A self-interfering clock as a “which path” witness

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Science  11 Sep 2015:
Vol. 349, Issue 6253, pp. 1205-1208
DOI: 10.1126/science.aac6498

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Interfering with time

The interference pattern arising from light or particles passing through a double slit is a simple experiment that belies the subtleties of interpretation when attempting to describe and understand the effect. For example, determining “which path” the light or particles travel can result in the interference pattern disappearing. Margalit et al. present a new take on interferometry using time (see the Perspective by Arndt and Brand). A clock—i.e., the internal state of a cold atom condensate—was coherently split and brought back together to interfere. Making one-half of the clock tick at a different rate resulted in a change in the interference pattern, possibly as a consequence of the time being a “which path” witness.

Science, this issue p. 1205; see also p. 1168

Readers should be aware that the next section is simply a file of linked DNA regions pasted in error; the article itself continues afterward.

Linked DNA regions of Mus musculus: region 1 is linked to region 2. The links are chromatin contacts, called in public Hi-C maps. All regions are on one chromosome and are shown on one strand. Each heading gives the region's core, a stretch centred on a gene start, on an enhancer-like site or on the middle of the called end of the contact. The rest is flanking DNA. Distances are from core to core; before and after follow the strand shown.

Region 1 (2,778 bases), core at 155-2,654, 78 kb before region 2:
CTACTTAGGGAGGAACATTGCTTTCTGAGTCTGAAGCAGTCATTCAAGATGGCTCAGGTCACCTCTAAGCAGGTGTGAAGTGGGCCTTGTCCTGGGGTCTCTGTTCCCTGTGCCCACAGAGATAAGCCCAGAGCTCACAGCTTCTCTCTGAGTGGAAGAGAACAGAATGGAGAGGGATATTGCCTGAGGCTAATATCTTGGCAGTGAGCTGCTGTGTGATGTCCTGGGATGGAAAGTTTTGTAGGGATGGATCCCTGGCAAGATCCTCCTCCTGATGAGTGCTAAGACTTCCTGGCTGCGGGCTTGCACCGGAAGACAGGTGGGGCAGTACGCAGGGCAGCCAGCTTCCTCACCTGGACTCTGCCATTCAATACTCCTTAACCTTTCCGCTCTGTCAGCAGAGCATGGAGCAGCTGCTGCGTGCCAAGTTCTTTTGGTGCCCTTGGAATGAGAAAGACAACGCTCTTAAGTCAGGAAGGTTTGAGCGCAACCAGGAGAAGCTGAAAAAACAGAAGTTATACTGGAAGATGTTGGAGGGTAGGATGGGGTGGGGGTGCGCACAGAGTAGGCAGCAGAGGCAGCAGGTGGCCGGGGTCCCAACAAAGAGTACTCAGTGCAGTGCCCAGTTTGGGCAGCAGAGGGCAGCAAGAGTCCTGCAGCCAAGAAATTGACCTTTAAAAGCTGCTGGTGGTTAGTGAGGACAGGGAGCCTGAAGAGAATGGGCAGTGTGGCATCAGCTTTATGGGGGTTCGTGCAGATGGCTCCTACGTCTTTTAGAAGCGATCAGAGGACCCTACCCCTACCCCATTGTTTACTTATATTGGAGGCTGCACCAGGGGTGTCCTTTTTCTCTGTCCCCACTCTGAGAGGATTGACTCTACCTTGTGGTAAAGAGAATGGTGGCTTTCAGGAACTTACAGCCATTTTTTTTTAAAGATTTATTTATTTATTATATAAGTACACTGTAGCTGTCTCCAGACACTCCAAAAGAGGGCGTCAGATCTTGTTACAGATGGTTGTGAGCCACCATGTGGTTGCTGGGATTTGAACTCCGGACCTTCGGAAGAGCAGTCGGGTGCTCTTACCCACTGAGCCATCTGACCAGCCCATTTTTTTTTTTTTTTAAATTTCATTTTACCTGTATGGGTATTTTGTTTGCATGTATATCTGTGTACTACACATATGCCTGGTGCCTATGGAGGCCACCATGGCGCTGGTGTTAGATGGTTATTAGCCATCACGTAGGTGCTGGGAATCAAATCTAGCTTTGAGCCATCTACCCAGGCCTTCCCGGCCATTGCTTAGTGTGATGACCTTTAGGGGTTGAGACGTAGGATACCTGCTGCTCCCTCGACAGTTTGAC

In Einstein’s general theory of relativity, time depends locally on gravity; in standard quantum theory, time is global—all clocks “tick” uniformly. We demonstrate a new tool for investigating time in the overlap of these two theories: a self-interfering clock, comprising two atomic spin states. We prepare the clock in a spatial superposition of quantum wave packets, which evolve coherently along two paths into a stable interference pattern. If we make the clock wave packets “tick” at different rates, to simulate a gravitational time lag, the clock time along each path yields “which path” information, degrading the pattern’s visibility. In contrast, in standard interferometry, time cannot yield “which path” information. This proof-of-principle experiment may have implications for the study of time and general relativity and their impact on fundamental effects such as decoherence and the emergence of a classical world.

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